6 Dec. 45

DR. STAHMER: As defense counsel for the Defendant Göring, I object to the use of this document which is an extract from testimony given by the Defendant Göring. Since the defendant is present here in court, he can at any time be called to the stand and give direct evidence on this subject before the Tribunal.

THE PRESIDENT: Is that your objection?


THE PRESIDENT: The Tribunal does not understand the ground of your objection, in view of Article 15 (c) and Article 16 (b) and (c) of the Charter. Article 15 (c) provides that the Chief Prosecutors shall undertake, among others, the duty of "the preliminary examination of all necessary witnesses and of the defendants"; and Article 16 provides that:

"In order to ensure fair trial for the defendants, the following procedure shall be followed: . . . (b) During any preliminary examination . . . of a defendant he shall have the right to give any explanation relevant to the charges made against him; (c) A preliminary examination of a defendant . . . shall be conducted in, or translated into, a language which the defendant understands."
Those provisions of the Charter, in the opinion of the Tribunal, show that the defendants may be interrogated and that their interrogations may be put in evidence.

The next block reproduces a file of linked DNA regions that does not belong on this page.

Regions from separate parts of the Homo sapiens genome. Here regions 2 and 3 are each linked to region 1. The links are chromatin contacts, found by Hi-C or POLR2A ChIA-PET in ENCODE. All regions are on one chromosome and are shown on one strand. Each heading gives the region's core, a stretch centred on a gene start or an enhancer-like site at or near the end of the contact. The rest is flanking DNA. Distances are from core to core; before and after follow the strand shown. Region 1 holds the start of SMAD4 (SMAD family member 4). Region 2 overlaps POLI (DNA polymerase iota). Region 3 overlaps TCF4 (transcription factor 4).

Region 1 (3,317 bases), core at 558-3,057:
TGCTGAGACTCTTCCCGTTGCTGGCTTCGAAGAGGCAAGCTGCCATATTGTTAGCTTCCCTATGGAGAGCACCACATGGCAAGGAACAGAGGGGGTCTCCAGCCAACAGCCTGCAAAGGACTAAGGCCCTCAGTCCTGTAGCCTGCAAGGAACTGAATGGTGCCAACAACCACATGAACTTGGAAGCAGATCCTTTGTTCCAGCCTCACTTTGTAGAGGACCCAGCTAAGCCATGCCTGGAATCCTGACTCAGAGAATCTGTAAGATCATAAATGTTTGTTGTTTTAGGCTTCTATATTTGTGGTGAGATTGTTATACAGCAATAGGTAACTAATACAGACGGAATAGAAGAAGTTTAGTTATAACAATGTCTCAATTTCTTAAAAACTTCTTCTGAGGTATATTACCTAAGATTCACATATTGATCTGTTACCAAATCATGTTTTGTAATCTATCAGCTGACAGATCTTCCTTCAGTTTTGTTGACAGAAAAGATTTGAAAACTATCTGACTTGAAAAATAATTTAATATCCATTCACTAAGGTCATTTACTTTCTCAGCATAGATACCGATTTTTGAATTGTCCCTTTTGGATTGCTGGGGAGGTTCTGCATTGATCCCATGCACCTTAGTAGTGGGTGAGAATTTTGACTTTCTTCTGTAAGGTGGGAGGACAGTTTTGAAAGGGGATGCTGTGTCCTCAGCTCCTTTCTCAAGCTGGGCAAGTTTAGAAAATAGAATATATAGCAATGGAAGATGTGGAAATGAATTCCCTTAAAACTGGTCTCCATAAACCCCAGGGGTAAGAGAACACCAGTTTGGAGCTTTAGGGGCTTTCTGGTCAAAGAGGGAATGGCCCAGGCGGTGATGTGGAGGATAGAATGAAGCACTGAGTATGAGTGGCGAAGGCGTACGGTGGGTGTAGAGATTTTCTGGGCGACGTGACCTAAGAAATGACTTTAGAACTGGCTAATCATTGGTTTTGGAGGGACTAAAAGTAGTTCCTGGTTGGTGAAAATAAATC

DR. STAHMER: I was prompted by the idea that when it is possible to call a witness, direct examination in court is preferable, since the evidence thus obtained is more concrete.

THE PRESIDENT: You certainly have the opportunity of summoning the defendant for whom you appear to give evidence himself, but that has nothing to do with the admissibility of his interrogation — his preliminary examination.

LT. COL. GRIFFITH-JONES: This extract is TC-90, which I put in as GB-64. I quote from the middle of the first answer. It is at the end of the 7th line. The Defendant Göring says there:

"On the day when England gave her official guarantee to Poland, the Führer called me on the telephone and told me that he had stopped the planned invasion of Poland. I asked him then whether this was just temporary or for good. He said 'No, I will have to see whether we can eliminate British intervention.' "
THE PRESIDENT: Ought you not read the question before the answer?

LT. COL. GRIFFITH-JONES: I go back to the question: